The decor is magnificent. The cave is spectacularly lit, the crystals shine like brilliants in the powerful lights. There are numerous waterfalls and lakes, and the limestone is being constantly sculpted by the movement of water. The underground water comes to the surface a few kilometers away, to join the river Gardon de Mialet, which is a real paradise for swimmers.
The cave of Trabuc is famous for its 100,000 soldiers, these are small stalagmites with a maximum height of 10 cm. The soldiers are unique in the caving world. Their existence and genesis is still a mystery.
Apart from guided tours an extended tour off the normal tourist section is also available. It lasts for 5 hours and takes place throughout the year. The five hour trips have to be booked in advance, 6 persons are required for the trip, but it is possible for individuals to join a larger group. Usual times for the wild caving trips are between 13.00 and 18.00 with other times by arrangement.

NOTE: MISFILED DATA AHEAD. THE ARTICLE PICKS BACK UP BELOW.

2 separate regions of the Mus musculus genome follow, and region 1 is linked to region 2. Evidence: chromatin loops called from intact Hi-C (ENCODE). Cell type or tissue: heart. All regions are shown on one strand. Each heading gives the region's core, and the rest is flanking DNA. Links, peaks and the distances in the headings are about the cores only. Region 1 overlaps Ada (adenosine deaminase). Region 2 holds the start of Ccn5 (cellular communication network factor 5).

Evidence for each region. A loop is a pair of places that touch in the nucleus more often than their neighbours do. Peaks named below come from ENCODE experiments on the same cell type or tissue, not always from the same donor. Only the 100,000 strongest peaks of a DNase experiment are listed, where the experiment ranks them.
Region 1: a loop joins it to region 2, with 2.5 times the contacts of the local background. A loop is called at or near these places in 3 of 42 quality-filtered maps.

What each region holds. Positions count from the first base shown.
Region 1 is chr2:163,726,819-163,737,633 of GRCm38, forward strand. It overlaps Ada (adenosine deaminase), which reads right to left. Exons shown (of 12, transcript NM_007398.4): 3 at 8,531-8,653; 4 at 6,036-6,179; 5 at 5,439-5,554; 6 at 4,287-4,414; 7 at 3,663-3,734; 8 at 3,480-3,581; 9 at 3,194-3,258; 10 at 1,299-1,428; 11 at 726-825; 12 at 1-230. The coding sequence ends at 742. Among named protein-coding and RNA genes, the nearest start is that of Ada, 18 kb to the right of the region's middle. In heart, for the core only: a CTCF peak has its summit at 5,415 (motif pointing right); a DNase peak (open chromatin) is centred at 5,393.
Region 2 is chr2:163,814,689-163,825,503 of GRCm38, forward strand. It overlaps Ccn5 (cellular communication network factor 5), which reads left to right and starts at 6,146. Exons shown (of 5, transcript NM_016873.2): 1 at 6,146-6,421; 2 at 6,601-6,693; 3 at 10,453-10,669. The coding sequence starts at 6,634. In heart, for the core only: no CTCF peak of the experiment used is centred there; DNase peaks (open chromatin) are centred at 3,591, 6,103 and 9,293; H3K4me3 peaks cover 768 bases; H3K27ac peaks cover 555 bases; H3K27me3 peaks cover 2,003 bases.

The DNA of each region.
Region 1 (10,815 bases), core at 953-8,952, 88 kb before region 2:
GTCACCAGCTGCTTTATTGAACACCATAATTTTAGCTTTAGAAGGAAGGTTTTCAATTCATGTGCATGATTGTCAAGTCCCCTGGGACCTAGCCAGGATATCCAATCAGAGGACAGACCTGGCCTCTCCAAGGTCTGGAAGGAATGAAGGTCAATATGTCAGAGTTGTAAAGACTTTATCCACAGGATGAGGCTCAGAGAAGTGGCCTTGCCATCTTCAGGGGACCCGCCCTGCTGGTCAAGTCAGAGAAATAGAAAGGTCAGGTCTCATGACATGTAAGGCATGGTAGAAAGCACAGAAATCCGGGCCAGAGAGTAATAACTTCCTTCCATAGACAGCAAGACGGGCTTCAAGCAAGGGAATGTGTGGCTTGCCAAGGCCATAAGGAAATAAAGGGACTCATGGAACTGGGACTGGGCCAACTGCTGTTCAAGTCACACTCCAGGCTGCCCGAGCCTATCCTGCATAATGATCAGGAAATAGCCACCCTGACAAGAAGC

Text by Tony Oldham (2003). With kind permission.
It seems, the Grottes de Trabuc were known to man since the early days. An early excavation by E. Dumas revealed human and animal bones and tools. So the cave was visited during the Stone Age and the Roman times. The reason is rather easy to understand: a narrow entrance leads to bigger chamber with water, which offers shelter, drinking water and protection, as the narrow entrance was easy to defend. The cave was used by Camisards during the Reformation period as a hideout and gunpowder factory. The troops of the King closed this and all other cave entrances in the area, to make them inaccessible.
One century later the cave was open again, and used by Trabucaires, obviously the origin of the name. The Trabuc (blunderbuss) was a muzzle-loading firearm typically worn by bandits, which were thus called Trabucaires. They loaded it with gunpowder and scrap metal, which made it extremely dangerous. In this time the first cave explorations started, locals wanted to know all secrets of their caves. They explored the cave rather intensive, but did not leave descriptions or reports, only legends, not even their names are known today.